The reason most immigrants come to Spain or any other European country is to find work. During the times of economic crisis that currently exist there is less reason for them to stay, so they move on.
I read that over a million immigrants in Spain have returned to their home country or other locations offering better work prospects. Certainly in the village where I live, which has had a high Romanian population, the numbers of immigrants has greatly decreased since the jobs in construction and on the land dried up.
According to a recent poll carried out by Harris Interactive and published in the ‘Financial Times’ in Britain and Italy 80 per cent of nationals believe that immigrants should leave if they cannot find work. In Spain the figure is 70 per cent whilst the French are divided 50 – 50.
I am British but my home is in Spain and has been for nearly 20 years. My son was born in Dublin but has lived in Spain longer than anywhere else. As an EU citizen Spain is as much my nation as any other country in the union. If I suddenly became unemployed I would battle on here because this is where I live.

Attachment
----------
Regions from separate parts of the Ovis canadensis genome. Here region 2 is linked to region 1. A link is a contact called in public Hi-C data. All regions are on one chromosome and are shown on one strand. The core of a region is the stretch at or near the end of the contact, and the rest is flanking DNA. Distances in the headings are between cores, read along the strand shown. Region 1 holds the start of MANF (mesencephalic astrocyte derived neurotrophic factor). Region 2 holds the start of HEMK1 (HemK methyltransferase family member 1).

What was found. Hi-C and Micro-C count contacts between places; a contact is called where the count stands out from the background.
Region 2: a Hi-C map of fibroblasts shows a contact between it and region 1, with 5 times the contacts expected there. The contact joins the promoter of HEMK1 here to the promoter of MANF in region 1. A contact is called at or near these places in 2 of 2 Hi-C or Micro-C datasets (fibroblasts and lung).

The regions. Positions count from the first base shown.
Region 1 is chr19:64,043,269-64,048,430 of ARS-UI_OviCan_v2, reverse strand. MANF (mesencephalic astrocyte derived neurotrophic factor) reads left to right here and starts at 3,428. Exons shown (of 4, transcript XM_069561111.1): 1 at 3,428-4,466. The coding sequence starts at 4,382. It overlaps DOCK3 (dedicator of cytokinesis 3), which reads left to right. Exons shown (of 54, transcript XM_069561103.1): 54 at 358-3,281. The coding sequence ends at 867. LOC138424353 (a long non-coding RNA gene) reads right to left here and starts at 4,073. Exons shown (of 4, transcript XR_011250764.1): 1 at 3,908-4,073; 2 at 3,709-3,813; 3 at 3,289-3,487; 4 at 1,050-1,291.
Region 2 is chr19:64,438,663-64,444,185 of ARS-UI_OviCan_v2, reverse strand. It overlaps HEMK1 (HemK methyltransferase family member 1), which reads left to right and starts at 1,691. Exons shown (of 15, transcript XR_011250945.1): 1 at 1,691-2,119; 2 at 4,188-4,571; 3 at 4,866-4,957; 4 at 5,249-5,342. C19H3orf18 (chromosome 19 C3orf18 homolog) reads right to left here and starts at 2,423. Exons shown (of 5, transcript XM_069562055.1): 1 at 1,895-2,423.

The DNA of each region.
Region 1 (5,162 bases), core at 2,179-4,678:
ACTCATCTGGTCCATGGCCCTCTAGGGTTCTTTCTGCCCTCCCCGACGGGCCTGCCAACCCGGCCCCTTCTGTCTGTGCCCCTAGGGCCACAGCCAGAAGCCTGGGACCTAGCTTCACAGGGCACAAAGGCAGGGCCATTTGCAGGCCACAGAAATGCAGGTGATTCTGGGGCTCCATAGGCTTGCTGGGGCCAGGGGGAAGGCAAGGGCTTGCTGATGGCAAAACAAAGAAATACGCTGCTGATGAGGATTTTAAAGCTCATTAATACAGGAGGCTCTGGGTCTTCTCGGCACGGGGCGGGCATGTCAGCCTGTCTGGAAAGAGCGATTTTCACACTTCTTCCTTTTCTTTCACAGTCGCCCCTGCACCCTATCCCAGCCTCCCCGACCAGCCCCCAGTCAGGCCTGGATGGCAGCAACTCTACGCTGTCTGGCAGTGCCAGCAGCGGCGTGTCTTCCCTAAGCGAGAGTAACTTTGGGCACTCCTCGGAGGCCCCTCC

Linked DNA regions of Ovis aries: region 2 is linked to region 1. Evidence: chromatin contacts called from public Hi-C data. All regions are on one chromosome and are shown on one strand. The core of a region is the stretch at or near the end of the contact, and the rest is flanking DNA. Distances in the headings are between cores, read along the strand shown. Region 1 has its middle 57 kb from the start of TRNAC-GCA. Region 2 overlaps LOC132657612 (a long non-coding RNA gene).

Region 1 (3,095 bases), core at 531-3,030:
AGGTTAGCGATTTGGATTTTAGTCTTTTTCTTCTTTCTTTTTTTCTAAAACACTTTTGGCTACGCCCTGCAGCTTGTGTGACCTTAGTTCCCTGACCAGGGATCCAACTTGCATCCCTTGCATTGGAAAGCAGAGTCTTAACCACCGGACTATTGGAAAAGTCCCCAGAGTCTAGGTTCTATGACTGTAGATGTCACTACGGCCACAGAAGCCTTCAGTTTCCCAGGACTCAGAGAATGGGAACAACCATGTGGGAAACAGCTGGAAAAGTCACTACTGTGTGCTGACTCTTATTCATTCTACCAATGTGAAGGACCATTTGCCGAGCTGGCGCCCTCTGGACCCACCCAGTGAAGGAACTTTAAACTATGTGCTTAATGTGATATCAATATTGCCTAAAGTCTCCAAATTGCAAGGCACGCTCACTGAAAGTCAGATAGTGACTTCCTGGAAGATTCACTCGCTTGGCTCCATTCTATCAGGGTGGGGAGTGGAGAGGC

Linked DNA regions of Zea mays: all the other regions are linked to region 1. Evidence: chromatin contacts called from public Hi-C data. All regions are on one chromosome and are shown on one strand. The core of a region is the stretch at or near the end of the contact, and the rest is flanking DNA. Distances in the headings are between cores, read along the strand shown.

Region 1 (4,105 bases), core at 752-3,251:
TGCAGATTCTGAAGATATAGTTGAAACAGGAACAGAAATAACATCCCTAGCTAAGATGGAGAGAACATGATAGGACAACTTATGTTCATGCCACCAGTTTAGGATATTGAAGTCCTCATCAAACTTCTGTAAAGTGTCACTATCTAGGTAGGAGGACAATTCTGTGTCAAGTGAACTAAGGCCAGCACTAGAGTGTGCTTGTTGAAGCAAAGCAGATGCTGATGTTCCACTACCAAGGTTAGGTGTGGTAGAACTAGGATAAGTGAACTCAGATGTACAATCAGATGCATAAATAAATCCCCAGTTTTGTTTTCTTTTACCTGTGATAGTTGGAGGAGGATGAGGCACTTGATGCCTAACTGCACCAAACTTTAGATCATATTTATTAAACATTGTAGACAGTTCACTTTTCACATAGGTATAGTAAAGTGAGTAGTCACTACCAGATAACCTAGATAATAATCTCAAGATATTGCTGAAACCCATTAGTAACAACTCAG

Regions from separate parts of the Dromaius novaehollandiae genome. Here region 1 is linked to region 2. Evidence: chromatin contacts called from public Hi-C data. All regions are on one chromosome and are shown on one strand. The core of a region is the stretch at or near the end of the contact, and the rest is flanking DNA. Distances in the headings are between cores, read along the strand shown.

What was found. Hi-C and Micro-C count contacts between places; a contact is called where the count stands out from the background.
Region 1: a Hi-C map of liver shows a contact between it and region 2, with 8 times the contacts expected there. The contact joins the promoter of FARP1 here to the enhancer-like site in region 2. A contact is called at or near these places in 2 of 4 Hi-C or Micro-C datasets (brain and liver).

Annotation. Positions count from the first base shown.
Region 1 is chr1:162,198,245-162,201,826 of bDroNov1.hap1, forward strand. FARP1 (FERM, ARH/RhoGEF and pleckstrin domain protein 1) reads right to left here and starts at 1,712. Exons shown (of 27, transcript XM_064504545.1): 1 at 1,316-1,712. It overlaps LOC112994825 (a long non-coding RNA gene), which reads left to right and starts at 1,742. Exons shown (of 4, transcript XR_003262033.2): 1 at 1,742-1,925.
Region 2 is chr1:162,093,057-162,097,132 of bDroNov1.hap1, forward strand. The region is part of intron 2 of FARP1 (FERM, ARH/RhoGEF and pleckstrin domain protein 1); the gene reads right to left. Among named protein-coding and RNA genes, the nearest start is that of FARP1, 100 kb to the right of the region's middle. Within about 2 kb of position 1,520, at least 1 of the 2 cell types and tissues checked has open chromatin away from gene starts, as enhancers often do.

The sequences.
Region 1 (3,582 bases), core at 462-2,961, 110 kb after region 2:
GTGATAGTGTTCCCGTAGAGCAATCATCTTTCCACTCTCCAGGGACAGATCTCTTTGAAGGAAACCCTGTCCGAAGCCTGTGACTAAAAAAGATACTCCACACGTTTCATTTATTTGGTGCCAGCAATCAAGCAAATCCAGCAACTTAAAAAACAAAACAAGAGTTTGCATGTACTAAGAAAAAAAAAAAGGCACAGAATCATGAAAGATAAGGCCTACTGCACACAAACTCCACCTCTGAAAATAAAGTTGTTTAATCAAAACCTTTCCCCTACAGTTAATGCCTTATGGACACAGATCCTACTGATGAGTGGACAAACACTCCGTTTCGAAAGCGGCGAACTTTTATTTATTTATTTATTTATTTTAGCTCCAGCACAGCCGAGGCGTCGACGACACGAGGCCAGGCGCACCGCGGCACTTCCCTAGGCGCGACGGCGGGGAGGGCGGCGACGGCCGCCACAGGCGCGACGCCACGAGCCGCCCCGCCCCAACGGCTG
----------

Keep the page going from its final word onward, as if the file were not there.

However I recognise, largely because I am British and because of my country’s attitude to immigration, that seeking work in hard times in a nation that is not your own is fraught with dangers. You could be accused of holding a job that could go to a Spaniard or be chasing a job that “by right” should be held down by a Spaniard.
It is at times like these that we see just how far the concept of becoming a citizen of Europe has progressed. I have as much right to a job in Spain as a Spanish person does to a job in Britain. Whilst we are all happy to embrace that mantra in the good times when the going gets tough then xenophobia rules – and it rules nowhere stronger than the British Isles.